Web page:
19

I have an application running over a POD in Kubernetes. I would like to store some output file logs on a persistent storage volume.

In order to do that, I created a volume over the NFS and bound it to the POD through the related volume claim. When I try to write or accede the shared folder I got a "permission denied" message, since the NFS is apparently read-only.

The following is the json file I used to create the volume:

{
      "kind": "PersistentVolume",
      "apiVersion": "v1",
      "metadata": {
        "name": "task-pv-test"
      },
      "spec": {
        "capacity": {
          "storage": "10Gi"
        },
        "nfs": {
          "server": <IPAddress>,
          "path": "/export"
        },
        "accessModes": [
          "ReadWriteMany"
        ],
        "persistentVolumeReclaimPolicy": "Delete",
        "storageClassName": "standard"
      }
    }

The following is the POD configuration file

kind: Pod
apiVersion: v1
metadata:
    name: volume-test
spec:
    volumes:
        -   name: task-pv-test-storage
            persistentVolumeClaim:
                claimName: task-pv-test-claim
    containers:
        -   name: volume-test
            image: <ImageName>
            volumeMounts:
            -   mountPath: /home
                name: task-pv-test-storage
                readOnly: false

Is there a way to change permissions?


UPDATE

Here are the PVC and NFS config:

PVC:

kind: PersistentVolumeClaim
apiVersion: v1
metadata:
  name: task-pv-test-claim
spec:
  storageClassName: standard
  accessModes:
    - ReadWriteMany
  resources:
    requests:
      storage: 3Gi

NFS CONFIG

{
  "kind": "Pod",
  "apiVersion": "v1",
  "metadata": {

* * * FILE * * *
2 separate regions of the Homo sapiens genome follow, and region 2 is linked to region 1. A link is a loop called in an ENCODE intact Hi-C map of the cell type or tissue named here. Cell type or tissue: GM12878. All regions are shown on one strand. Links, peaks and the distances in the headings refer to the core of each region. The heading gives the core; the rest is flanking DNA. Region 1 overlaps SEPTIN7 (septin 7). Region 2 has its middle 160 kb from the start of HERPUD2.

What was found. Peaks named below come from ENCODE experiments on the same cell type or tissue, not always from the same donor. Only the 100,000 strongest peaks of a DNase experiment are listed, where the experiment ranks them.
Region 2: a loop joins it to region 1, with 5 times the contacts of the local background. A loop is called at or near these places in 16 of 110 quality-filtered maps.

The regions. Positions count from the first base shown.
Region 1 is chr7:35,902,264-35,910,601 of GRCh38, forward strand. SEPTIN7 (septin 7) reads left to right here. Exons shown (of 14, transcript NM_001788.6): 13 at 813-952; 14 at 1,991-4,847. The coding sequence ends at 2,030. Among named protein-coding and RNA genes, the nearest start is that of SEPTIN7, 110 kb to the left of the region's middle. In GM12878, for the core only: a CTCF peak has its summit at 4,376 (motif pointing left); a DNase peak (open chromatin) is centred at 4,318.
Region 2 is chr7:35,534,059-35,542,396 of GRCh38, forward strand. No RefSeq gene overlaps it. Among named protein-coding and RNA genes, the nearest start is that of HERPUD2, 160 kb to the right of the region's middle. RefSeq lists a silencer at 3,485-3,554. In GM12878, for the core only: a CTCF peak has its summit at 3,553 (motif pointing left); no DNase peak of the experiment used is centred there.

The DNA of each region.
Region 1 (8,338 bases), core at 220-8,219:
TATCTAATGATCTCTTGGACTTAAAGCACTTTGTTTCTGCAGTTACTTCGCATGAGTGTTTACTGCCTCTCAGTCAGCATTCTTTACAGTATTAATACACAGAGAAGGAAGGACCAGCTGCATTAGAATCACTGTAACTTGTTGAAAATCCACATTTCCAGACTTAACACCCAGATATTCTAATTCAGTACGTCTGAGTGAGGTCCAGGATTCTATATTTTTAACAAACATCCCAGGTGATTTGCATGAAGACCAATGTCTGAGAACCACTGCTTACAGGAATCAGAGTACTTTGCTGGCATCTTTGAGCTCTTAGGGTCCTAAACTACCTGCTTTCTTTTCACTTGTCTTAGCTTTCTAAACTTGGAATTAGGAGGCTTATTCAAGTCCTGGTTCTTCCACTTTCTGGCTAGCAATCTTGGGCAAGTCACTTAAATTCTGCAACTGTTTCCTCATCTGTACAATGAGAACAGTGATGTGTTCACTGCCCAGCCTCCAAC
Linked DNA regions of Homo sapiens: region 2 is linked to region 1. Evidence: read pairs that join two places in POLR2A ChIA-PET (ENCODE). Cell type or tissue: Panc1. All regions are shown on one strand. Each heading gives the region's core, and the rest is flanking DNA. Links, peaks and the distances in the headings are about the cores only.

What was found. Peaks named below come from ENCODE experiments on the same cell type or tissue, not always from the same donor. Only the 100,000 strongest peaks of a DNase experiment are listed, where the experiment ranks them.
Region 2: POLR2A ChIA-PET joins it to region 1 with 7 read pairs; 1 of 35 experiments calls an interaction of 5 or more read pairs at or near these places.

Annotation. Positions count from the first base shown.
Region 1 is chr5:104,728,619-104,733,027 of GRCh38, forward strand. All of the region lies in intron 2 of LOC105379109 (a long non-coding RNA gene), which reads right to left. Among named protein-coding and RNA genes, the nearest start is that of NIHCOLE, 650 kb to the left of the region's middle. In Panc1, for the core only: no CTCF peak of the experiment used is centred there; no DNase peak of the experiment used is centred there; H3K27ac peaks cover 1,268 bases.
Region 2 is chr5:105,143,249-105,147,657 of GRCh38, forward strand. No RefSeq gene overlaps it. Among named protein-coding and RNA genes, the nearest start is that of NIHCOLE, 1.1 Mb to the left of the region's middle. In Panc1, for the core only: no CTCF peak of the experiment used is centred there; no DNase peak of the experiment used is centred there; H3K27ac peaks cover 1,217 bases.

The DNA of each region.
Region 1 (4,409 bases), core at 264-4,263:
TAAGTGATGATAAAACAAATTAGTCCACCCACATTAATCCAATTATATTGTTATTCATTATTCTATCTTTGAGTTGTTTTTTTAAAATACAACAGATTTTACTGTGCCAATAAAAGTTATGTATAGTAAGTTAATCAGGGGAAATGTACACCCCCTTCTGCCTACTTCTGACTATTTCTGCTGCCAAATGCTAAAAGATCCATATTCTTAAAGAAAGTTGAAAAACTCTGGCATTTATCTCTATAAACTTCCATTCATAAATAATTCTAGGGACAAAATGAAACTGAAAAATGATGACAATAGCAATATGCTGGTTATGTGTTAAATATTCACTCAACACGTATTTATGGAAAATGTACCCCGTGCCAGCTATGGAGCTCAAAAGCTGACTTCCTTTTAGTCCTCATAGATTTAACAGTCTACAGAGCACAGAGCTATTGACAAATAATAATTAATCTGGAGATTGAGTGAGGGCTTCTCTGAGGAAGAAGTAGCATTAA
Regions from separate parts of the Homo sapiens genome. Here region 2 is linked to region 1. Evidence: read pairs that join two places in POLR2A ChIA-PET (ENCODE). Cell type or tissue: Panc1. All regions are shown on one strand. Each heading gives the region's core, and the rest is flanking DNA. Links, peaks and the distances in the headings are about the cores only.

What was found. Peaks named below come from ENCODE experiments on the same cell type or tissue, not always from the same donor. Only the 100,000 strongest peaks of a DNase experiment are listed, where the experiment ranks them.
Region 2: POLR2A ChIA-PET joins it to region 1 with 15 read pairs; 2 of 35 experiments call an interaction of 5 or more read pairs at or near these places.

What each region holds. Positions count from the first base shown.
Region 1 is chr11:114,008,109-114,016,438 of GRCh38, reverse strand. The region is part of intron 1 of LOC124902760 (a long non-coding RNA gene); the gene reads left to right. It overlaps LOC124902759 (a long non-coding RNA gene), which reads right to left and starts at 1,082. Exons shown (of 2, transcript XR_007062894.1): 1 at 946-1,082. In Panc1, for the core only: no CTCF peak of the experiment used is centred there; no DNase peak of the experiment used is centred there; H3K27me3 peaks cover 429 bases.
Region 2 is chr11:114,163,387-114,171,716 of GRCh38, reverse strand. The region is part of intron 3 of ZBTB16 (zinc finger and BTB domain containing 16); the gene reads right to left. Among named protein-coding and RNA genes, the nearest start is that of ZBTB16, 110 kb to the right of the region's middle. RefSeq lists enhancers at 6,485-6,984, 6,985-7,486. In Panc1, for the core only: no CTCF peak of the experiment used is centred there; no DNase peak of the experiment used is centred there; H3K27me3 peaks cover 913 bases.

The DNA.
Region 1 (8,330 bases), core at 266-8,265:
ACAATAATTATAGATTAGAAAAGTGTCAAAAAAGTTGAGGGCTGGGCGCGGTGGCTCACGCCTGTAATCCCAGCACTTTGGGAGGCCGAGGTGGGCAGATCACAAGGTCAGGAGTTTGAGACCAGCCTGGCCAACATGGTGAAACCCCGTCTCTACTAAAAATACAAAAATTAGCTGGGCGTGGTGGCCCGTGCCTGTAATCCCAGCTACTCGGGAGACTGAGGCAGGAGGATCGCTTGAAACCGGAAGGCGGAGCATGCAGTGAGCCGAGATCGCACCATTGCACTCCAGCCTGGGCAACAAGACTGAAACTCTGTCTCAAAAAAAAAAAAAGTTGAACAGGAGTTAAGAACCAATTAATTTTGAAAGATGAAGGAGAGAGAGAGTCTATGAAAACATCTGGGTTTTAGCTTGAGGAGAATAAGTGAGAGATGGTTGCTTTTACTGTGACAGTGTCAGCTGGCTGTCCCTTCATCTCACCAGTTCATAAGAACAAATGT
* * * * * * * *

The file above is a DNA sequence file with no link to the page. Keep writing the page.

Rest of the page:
"name": "nfs-client-provisioner-557b575fbc-hkzfp",
    "generateName": "nfs-client-provisioner-557b575fbc-",
    "namespace": "default",
    "selfLink": "/api/v1/namespaces/default/pods/nfs-client-provisioner-557b575fbc-hkzfp",
    "uid": "918b1220-423a-11e8-8c62-8aaf7effe4a0",
    "resourceVersion": "27228",
    "creationTimestamp": "2018-04-17T12:26:35Z",
    "labels": {
      "app": "nfs-client-provisioner",
      "pod-template-hash": "1136131967"
    },
    "ownerReferences": [
      {
        "apiVersion": "extensions/v1beta1",
        "kind": "ReplicaSet",
        "name": "nfs-client-provisioner-557b575fbc",
        "uid": "3239b14a-4222-11e8-8c62-8aaf7effe4a0",
        "controller": true,
        "blockOwnerDeletion": true
      }
    ]
  },
  "spec": {
    "volumes": [
      {
        "name": "nfs-client-root",
        "nfs": {
          "server": <IPAddress>,
          "path": "/Kubernetes"
        }
      },
      {
        "name": "nfs-client-provisioner-token-fdd2c",
        "secret": {
          "secretName": "nfs-client-provisioner-token-fdd2c",
          "defaultMode": 420
        }
      }
    ],
    "containers": [
      {
        "name": "nfs-client-provisioner",
        "image": "quay.io/external_storage/nfs-client-provisioner:latest",
        "env": [
          {
            "name": "PROVISIONER_NAME",
            "value": "<IPAddress>/Kubernetes"